When people work on appearing more authentic what they often actually do is become less authentic. Because what they do is to treat the symptoms rather than the cause. For example, they try to work on their body language, their voice, their words to appear more authentic rather than to become more authentic.
What I often observe is that people adapt behaviours that are not theirs. Behaviours that someone told them to use. However, instead of feeling more comfortable on stage, this leads them to feel more stressed because now, there’s so much more to concentrate on: what to do with their hands, how to look at the audience, how to walk the stage, how to pause in between sentences and so much more. Thus, they appear even less authentic.
When you work on becoming authentic rather than appearing authentic, the cause is often quite different. It’s not the body language or the wording you use, but the posture. For example, people become inauthentic when they speak about things they don’t really believe in or use words they don’t really believe in. Unless you’re a professional actor, your body will show signs of uncertainty when you don’t believe in the things you say. That’s what audiences perceive as inauthentic.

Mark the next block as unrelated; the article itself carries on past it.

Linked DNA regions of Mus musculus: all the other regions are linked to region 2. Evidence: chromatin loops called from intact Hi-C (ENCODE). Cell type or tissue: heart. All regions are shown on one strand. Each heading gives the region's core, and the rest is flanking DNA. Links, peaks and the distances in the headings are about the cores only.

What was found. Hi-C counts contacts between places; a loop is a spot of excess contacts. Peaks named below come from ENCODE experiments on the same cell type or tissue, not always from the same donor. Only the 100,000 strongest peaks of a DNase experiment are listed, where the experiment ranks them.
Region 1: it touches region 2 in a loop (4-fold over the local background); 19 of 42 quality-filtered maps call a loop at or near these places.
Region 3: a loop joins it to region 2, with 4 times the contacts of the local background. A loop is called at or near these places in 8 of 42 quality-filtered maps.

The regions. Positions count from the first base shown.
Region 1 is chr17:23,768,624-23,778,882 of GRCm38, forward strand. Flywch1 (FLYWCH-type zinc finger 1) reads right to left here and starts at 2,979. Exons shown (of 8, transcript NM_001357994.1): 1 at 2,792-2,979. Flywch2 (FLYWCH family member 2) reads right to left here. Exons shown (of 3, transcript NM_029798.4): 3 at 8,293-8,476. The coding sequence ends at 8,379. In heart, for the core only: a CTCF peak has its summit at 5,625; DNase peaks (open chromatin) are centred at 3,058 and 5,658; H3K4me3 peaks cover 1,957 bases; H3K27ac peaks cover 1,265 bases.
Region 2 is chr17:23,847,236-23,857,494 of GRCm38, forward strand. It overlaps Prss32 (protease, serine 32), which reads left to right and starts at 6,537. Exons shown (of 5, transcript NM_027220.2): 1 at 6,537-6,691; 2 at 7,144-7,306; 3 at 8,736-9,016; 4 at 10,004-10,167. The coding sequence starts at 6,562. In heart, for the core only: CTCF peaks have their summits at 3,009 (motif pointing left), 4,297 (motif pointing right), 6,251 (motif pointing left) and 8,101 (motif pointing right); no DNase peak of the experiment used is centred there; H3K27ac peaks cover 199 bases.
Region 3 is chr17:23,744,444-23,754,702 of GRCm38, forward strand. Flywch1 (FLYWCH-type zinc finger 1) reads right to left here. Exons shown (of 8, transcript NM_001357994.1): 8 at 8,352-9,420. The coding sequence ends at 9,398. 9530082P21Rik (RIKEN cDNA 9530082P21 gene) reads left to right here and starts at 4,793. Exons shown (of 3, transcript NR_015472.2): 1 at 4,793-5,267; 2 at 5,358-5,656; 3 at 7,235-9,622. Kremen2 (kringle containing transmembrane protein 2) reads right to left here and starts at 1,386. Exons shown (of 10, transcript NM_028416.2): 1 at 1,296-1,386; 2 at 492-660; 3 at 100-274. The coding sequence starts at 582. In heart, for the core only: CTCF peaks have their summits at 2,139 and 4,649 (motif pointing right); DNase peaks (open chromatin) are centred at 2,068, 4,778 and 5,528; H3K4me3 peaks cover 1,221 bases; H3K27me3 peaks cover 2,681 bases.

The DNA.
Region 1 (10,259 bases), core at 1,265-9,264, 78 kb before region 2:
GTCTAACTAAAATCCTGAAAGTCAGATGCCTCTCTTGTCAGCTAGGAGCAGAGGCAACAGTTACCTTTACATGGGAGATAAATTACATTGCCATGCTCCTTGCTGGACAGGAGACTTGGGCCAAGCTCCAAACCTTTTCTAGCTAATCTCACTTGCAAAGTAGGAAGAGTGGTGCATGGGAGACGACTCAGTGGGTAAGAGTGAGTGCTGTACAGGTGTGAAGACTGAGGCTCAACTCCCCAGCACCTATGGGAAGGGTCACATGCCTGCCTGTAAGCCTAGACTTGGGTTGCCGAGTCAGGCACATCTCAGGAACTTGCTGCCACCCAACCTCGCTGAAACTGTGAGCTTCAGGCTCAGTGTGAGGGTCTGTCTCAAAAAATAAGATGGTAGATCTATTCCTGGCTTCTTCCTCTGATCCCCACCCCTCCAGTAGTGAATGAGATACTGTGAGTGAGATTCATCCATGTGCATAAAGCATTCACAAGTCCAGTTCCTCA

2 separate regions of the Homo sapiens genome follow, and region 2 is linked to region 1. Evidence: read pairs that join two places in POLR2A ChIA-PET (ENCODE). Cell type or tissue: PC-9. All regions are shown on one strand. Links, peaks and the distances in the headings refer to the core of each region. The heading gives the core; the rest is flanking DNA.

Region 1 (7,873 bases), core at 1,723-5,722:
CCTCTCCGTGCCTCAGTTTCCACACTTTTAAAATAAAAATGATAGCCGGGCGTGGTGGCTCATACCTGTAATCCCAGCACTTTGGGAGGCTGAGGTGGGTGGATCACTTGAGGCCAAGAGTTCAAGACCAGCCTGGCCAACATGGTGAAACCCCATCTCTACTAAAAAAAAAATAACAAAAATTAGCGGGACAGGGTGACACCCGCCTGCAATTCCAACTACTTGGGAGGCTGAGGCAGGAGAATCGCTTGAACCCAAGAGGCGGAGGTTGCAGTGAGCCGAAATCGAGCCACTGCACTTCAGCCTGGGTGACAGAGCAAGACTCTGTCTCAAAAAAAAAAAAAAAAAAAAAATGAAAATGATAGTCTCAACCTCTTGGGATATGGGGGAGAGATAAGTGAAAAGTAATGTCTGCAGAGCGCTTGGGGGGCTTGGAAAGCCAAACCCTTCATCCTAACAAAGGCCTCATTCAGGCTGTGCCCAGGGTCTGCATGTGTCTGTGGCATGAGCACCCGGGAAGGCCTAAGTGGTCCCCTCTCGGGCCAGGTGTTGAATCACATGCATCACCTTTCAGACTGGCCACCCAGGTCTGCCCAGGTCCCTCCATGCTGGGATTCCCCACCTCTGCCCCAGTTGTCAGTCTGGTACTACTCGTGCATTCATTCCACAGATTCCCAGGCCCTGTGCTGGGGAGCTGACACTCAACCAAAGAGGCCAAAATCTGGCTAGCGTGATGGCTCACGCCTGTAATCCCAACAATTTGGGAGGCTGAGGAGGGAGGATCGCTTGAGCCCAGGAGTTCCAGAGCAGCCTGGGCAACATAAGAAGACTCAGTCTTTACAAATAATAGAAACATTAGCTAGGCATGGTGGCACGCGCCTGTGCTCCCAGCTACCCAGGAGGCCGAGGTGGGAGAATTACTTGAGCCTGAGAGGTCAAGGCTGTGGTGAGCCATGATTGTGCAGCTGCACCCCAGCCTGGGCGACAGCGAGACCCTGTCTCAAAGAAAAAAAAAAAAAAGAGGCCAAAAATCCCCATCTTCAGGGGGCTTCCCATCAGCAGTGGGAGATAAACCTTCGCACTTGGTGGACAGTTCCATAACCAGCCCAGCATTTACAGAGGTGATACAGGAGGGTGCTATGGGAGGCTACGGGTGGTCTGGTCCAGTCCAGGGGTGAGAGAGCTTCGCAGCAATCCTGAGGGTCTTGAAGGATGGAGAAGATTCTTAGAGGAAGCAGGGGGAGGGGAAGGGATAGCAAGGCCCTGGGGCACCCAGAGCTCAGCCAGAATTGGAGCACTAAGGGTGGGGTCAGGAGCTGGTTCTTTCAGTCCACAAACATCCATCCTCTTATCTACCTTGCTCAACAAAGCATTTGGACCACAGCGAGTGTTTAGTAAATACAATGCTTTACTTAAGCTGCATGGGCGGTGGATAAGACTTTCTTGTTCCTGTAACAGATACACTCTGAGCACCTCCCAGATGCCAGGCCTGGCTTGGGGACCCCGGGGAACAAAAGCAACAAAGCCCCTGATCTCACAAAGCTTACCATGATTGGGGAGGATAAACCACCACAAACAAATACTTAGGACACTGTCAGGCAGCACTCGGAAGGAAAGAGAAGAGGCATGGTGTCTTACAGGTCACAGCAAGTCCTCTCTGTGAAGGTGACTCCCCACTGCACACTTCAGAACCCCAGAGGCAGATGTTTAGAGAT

The most effective way to become more authentic is to work on what you say. Speak about things you actually care about. Use the words you actually believe in. Work hard to empathise with your audience so that you are confident that what you have to say actually does change things for the better. And, most importantly, care for your audience.
And then, when you say the things you believe in, using words you believe in, observe closely what your body wants to do – and reinforce that. Get rid of what others tell you to do with your body, voice, and words but find the words that are true to yourself and your cause.